Before his name and face became ubiquitous to Americans through news coverage of the coronavirus pandemic, Anthony Fauci made his mark as a key figure working to end the AIDS epidemic in the 1980s.
Fauci, a 79-year-old Brooklyn native, also gained media attention after the 9/11 terrorist attacks, when he made the case for a stronger defense against bioterrorism.
A veteran medical researcher and career immunologist, Fauci has testified before Congress multiple times. He has served as a public health adviser to six American presidents.
The son of a pharmacist and grandson of immigrants from Italy and Switzerland, Fauci has been part of the National Institutes of Health since 1968, when he was hired as a clinical associate.
In 1984, Fauci became director of the National Institute of Allergy and Infectious Diseases, one of several smaller agencies within the National Institutes of Health, and he has held that post ever since.
A gifted academic who graduated first in his class with an M.D. from Cornell University Medical College in 1966, Fauci reportedly was an ardent New York Yankees fan in his youth despite growing up in a neighborhood dominated by Brooklyn Dodgers fans.
Fauci currently is rarely out of the public eye as a key member of the White House’s coronavirus task force, which President Donald Trump assembled in January with Vice President Mike Pence at the helm.
Fauci’s public comments, and his behind-the-scenes relationship with Trump, have been subjects of intense media scrutiny and speculation.
Here are six things to know about the diminutive, gravel-voiced health care professional as he continues to help guide, advise, and calm the nation.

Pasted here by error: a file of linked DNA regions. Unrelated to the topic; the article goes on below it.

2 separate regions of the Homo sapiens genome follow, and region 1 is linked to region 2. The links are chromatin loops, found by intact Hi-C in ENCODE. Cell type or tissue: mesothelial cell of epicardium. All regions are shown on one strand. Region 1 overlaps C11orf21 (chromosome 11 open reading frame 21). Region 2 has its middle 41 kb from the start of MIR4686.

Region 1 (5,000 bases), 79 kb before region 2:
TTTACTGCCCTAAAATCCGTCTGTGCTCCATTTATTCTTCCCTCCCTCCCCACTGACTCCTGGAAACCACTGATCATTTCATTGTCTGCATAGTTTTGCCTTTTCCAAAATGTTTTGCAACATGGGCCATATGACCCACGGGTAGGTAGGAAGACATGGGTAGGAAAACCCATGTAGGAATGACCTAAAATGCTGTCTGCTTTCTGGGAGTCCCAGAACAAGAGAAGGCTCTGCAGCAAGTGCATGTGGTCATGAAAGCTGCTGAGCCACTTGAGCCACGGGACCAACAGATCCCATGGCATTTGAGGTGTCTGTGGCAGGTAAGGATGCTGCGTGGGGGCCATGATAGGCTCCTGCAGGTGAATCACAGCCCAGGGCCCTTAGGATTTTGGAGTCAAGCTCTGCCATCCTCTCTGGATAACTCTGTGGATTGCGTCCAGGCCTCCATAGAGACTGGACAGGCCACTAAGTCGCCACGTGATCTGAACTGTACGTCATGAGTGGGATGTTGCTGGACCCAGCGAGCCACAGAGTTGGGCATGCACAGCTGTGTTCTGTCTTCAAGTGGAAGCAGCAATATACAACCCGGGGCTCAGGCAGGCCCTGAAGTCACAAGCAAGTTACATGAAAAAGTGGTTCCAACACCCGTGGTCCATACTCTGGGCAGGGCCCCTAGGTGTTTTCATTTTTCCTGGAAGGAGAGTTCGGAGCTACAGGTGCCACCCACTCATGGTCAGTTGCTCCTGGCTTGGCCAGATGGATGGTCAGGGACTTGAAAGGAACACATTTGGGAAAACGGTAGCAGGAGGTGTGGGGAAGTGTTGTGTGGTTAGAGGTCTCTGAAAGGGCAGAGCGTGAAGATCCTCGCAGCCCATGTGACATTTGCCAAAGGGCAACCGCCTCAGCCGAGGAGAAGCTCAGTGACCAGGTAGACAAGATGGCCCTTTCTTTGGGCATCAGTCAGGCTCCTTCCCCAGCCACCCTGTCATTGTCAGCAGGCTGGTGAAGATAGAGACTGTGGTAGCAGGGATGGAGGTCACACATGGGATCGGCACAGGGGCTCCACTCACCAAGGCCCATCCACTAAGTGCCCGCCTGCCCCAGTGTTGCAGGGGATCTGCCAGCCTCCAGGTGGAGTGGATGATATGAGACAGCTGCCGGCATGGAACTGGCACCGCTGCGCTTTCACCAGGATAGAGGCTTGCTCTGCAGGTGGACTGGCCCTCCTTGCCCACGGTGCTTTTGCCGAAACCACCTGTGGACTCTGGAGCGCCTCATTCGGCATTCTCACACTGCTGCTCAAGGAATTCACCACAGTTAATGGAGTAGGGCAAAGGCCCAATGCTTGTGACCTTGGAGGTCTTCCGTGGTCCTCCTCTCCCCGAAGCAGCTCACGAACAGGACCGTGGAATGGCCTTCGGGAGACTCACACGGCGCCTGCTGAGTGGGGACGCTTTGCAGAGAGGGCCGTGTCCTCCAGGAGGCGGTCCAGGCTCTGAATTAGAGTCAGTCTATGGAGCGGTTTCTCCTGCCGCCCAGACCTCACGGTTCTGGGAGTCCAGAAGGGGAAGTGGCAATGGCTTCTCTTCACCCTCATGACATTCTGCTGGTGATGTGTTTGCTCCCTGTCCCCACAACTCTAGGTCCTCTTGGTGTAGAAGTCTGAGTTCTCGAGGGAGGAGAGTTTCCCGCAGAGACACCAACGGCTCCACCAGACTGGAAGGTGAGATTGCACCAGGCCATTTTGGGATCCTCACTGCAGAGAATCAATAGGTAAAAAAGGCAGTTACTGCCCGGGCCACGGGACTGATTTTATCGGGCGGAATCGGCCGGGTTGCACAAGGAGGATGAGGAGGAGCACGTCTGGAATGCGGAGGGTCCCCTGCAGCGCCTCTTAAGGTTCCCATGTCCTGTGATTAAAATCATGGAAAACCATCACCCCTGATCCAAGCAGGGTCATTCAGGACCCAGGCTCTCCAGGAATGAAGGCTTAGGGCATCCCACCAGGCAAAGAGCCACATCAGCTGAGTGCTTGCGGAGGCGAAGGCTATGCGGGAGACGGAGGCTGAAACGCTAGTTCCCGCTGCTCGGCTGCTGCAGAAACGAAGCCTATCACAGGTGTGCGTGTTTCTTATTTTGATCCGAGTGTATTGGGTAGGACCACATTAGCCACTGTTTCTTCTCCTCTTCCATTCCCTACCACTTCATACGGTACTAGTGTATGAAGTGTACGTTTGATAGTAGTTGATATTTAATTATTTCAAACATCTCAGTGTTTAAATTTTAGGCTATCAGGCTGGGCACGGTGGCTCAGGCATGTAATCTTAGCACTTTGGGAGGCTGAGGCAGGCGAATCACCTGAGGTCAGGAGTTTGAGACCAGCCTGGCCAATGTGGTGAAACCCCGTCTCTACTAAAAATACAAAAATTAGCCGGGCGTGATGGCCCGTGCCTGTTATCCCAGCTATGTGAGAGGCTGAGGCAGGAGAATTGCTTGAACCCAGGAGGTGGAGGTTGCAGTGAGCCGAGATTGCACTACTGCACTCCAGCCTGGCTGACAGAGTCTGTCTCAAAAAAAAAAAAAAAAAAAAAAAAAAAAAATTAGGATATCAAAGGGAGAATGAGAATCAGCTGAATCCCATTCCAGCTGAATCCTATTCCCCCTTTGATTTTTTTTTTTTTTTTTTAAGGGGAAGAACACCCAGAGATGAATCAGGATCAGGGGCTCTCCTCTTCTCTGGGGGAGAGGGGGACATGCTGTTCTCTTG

1. He Spearheaded Fight Against AIDS and HIV
Americans have learned that COVID-19 is a contagious respiratory infection caused by the new coronavirus. The virus was unknown to the medical community until a few months ago, when it began to spread in Wuhan, China.
In the 1980s, Fauci played a leading role in federal research efforts that helped to reverse the spread of another deadly virus, HIV, which causes the disease AIDS.
In the summer of 1981, Fauci has said, he first became aware of a peculiar immune disorder that appeared concentrated among homosexual men.
After becoming director of the National Institute of Allergy and Infectious Diseases in 1984, Fauci “made breakthroughs in understanding how HIV destroys the body’s immune system, and helped develop strategies to restore immune defense,” according to a history posted by the National Institutes of Health. Fauci “led efforts that convinced Congress to dramatically increase funds for AIDS research,” it says.
Fauci is widely credited as an architect of the President’s Emergency Plan for AIDS Relief, created under President George W. Bush.
Over time, he drew praise for his work as an administrator and researcher to combat AIDS, but Fauci was targeted by AIDS rights demonstrators in the 1980s. They went so far as to burn him in effigy.
2. He Warned of Bioterrorism After 9/11
The anonymous anthrax attacks that took place through the mail shortly after 9/11 largely have faded into history. But at the time, Fauci pushed policymakers to mount a strong defense against potential bioterrorism.